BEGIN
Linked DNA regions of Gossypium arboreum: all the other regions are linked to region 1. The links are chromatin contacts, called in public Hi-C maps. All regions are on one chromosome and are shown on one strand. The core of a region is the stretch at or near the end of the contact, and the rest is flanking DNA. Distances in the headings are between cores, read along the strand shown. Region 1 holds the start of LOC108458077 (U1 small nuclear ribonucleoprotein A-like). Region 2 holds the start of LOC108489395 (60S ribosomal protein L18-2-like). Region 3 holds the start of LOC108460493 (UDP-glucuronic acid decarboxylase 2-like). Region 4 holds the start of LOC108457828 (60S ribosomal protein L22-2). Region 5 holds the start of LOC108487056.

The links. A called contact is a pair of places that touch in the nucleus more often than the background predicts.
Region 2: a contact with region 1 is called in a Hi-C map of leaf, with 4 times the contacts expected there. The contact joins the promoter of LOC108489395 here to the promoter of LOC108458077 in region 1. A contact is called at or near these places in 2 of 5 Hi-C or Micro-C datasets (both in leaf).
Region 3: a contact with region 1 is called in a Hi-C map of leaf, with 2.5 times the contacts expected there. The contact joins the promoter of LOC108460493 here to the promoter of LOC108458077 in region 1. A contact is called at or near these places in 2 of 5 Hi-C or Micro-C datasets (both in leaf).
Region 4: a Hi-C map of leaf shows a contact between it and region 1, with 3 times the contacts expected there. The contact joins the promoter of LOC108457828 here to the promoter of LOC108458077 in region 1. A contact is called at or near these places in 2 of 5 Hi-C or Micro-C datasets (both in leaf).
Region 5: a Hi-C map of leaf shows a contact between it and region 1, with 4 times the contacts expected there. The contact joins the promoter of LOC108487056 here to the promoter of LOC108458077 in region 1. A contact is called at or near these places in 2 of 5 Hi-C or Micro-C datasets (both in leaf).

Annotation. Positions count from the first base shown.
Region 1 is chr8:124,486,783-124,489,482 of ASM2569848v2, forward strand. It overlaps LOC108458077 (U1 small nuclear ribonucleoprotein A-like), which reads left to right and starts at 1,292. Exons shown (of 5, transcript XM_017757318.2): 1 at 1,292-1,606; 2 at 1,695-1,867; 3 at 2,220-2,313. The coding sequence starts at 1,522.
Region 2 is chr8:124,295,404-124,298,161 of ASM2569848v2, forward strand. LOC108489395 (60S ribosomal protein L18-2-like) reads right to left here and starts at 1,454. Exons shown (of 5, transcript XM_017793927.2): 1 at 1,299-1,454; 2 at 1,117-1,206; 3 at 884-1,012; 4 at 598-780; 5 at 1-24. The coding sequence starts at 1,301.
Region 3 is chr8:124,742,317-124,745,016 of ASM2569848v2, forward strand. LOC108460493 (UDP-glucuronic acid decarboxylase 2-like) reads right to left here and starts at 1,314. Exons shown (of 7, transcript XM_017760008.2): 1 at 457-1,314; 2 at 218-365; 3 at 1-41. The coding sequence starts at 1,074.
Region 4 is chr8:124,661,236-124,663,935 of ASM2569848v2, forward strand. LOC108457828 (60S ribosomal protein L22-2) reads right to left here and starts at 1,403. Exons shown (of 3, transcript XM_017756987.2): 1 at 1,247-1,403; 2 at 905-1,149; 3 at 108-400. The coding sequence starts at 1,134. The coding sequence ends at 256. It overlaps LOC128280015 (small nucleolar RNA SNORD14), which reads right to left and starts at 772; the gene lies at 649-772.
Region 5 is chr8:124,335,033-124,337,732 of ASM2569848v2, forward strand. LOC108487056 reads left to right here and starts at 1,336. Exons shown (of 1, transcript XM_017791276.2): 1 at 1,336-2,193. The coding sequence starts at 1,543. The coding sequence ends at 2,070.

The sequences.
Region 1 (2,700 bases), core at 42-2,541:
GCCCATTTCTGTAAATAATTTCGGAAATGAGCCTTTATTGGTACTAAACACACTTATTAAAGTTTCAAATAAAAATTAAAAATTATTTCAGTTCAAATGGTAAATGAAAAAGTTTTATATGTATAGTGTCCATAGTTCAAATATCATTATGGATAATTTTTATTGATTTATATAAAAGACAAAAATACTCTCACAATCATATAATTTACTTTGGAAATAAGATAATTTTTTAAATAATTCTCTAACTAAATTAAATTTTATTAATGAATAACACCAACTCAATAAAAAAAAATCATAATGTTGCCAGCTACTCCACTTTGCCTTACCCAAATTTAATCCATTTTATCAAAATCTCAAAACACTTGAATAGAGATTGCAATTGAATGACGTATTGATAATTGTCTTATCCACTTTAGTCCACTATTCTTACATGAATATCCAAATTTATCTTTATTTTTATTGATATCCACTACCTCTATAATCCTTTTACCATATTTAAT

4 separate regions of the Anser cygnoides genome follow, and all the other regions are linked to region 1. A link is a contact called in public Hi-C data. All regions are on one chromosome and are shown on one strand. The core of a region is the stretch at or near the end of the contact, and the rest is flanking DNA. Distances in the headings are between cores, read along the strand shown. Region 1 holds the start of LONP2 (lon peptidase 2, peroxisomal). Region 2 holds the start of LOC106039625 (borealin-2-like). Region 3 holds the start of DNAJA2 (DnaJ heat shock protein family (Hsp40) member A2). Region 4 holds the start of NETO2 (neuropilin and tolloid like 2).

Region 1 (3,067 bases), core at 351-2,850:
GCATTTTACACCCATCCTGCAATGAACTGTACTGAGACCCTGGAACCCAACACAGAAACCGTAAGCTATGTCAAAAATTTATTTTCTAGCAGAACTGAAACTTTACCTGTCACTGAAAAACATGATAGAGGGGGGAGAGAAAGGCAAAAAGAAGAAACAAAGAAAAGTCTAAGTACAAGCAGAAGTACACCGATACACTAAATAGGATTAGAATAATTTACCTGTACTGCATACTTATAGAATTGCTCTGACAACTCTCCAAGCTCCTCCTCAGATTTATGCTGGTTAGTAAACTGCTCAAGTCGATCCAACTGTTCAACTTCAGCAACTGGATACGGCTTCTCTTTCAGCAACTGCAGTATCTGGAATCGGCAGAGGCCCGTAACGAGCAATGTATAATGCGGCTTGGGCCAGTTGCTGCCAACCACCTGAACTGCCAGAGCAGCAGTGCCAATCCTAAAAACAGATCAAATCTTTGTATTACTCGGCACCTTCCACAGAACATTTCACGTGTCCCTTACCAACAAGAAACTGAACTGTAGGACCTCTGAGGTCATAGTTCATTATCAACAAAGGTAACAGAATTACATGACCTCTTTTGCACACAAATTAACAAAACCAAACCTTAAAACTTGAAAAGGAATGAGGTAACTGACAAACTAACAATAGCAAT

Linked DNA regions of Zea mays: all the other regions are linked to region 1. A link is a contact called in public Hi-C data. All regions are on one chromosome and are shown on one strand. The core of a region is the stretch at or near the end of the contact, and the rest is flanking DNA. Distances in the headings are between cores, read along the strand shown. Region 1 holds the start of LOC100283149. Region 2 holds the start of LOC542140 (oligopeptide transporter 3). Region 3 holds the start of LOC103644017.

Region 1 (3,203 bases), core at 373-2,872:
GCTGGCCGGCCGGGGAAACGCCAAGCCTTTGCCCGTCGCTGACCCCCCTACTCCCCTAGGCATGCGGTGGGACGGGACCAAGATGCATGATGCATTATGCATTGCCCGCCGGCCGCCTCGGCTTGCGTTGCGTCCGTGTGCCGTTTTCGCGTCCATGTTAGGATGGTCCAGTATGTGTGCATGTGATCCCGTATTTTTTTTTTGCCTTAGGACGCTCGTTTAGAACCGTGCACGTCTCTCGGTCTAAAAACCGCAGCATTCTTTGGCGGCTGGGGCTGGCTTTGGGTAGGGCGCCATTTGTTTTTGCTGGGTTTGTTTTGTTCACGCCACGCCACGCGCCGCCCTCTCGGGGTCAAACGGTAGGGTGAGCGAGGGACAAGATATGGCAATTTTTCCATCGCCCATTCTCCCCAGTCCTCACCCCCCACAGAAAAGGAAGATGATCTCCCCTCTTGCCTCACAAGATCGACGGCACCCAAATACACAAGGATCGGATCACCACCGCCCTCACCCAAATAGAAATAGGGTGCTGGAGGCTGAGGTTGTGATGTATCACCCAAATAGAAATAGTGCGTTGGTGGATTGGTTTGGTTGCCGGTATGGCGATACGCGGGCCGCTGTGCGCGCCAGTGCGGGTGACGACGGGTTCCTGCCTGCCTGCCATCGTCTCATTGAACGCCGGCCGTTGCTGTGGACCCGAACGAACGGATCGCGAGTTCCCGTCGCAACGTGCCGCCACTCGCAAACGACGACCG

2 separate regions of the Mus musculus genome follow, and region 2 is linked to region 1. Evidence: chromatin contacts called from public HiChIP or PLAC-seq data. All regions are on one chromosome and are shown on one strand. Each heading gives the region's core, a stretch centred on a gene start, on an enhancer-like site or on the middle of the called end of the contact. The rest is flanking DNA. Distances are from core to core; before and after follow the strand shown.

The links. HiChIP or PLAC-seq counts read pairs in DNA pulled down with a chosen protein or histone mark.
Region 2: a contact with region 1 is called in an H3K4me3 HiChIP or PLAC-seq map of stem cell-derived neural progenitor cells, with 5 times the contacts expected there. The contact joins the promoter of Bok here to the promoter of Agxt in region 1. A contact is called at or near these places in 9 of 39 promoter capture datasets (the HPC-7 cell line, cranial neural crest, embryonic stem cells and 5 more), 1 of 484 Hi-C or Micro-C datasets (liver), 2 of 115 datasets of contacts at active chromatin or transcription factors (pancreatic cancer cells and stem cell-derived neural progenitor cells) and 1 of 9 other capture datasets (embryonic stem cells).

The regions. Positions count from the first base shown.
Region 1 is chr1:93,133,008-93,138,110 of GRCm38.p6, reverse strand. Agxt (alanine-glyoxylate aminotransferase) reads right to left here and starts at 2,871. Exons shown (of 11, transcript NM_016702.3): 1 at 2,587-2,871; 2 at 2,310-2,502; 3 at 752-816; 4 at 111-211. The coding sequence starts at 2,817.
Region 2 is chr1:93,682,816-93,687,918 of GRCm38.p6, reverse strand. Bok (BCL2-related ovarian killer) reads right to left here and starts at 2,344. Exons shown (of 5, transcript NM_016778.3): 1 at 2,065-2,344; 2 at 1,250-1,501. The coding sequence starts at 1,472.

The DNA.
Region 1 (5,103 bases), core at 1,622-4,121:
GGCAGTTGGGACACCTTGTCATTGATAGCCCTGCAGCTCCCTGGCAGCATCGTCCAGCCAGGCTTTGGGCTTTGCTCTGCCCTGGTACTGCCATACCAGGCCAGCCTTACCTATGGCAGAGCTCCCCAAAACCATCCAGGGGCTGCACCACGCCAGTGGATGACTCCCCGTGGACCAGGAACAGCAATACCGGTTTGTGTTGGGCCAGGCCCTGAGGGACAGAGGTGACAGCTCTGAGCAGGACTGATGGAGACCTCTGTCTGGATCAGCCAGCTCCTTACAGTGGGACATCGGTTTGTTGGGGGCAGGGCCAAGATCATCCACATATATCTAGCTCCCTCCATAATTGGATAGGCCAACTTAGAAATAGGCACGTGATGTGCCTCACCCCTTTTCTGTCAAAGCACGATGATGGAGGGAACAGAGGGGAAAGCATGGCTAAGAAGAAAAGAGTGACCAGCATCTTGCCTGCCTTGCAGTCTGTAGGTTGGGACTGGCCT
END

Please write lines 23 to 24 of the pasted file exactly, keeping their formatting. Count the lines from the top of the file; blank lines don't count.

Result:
The links. HiChIP or PLAC-seq counts read pairs in DNA pulled down with a chosen protein or histone mark.
Region 2: a contact with region 1 is called in an H3K4me3 HiChIP or PLAC-seq map of stem cell-derived neural progenitor cells, with 5 times the contacts expected there. The contact joins the promoter of Bok here to the promoter of Agxt in region 1. A contact is called at or near these places in 9 of 39 promoter capture datasets (the HPC-7 cell line, cranial neural crest, embryonic stem cells and 5 more), 1 of 484 Hi-C or Micro-C datasets (liver), 2 of 115 datasets of contacts at active chromatin or transcription factors (pancreatic cancer cells and stem cell-derived neural progenitor cells) and 1 of 9 other capture datasets (embryonic stem cells).